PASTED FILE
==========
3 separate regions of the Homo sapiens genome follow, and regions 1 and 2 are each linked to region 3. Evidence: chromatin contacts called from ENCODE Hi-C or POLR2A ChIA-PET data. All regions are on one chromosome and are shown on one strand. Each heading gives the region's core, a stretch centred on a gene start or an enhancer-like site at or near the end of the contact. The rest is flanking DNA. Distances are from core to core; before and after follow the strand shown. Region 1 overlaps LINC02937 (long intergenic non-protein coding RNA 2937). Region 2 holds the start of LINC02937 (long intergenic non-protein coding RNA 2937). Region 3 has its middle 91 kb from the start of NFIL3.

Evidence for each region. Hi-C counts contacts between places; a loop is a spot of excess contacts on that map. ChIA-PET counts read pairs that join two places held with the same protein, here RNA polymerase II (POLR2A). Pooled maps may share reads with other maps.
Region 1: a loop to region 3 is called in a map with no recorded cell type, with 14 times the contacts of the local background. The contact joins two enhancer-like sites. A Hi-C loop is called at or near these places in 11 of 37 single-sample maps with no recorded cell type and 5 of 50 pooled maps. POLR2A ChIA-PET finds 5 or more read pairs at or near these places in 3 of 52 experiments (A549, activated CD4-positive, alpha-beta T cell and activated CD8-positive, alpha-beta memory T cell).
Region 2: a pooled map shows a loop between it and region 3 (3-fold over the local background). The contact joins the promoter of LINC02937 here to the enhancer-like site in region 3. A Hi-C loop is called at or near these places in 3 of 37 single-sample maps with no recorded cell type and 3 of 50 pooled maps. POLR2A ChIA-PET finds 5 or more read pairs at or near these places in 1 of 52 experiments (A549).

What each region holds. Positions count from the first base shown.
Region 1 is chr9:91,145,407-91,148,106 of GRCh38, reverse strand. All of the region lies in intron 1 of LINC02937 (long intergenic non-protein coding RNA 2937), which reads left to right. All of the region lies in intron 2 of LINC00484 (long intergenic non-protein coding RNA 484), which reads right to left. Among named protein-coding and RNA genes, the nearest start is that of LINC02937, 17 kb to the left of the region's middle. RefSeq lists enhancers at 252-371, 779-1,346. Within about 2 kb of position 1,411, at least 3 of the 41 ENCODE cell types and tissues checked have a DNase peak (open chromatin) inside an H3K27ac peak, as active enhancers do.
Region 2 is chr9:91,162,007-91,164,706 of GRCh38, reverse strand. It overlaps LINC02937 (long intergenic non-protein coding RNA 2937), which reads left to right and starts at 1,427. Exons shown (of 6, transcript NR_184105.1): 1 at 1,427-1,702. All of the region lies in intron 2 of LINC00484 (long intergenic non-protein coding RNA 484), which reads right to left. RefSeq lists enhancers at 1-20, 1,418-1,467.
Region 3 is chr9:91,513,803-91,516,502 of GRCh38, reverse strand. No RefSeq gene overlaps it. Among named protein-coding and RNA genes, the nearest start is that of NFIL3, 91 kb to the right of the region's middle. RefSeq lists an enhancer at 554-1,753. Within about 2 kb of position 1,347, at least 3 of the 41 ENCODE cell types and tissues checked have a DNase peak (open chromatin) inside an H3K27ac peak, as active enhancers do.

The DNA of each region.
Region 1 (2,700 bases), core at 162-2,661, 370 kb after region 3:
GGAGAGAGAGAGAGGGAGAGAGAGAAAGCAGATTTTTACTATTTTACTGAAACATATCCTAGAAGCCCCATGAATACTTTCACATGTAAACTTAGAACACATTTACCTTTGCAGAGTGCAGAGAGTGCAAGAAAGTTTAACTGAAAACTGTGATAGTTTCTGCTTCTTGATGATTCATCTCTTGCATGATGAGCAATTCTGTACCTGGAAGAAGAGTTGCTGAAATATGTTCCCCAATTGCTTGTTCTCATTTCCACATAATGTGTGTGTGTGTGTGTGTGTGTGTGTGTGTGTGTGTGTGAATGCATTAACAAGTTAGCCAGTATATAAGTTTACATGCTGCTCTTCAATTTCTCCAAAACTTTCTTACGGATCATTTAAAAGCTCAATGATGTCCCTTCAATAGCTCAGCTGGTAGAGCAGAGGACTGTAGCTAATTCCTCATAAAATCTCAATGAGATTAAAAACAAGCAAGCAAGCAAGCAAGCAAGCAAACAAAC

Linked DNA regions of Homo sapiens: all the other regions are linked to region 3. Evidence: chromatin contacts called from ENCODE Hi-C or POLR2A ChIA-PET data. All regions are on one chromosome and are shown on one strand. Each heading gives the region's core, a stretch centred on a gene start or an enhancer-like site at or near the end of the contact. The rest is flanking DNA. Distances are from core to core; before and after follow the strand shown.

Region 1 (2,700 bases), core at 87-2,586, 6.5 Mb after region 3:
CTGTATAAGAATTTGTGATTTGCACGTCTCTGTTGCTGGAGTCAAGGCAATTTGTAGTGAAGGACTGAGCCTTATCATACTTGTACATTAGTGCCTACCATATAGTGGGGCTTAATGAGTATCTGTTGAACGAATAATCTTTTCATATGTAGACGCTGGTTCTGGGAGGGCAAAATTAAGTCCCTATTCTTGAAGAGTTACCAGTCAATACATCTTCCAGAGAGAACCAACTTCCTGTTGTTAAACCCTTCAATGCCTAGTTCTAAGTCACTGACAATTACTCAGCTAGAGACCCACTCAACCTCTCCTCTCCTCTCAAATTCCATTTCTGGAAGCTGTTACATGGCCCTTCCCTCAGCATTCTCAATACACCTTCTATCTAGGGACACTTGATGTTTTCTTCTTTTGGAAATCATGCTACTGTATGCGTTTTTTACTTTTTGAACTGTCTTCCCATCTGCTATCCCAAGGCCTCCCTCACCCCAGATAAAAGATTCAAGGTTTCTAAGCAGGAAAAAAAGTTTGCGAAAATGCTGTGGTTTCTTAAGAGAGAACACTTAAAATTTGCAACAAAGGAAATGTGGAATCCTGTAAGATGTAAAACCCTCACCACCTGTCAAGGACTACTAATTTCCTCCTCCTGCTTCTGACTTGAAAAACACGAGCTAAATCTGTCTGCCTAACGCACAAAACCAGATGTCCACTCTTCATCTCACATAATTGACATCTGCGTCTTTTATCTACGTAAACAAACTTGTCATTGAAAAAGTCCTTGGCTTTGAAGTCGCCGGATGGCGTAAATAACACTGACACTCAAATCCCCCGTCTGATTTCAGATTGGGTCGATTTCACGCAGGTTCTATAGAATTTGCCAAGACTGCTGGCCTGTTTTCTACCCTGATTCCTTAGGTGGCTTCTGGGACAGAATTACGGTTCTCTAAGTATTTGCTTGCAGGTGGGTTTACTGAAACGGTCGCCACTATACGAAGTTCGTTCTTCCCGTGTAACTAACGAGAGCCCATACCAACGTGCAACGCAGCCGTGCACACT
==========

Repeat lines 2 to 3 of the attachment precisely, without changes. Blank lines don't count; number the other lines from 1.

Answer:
Evidence for each region. Hi-C counts contacts between places; a loop is a spot of excess contacts on that map. ChIA-PET counts read pairs that join two places held with the same protein, here RNA polymerase II (POLR2A). Pooled maps may share reads with other maps.
Region 1: a loop to region 3 is called in a map with no recorded cell type, with 14 times the contacts of the local background. The contact joins two enhancer-like sites. A Hi-C loop is called at or near these places in 11 of 37 single-sample maps with no recorded cell type and 5 of 50 pooled maps. POLR2A ChIA-PET finds 5 or more read pairs at or near these places in 3 of 52 experiments (A549, activated CD4-positive, alpha-beta T cell and activated CD8-positive, alpha-beta memory T cell).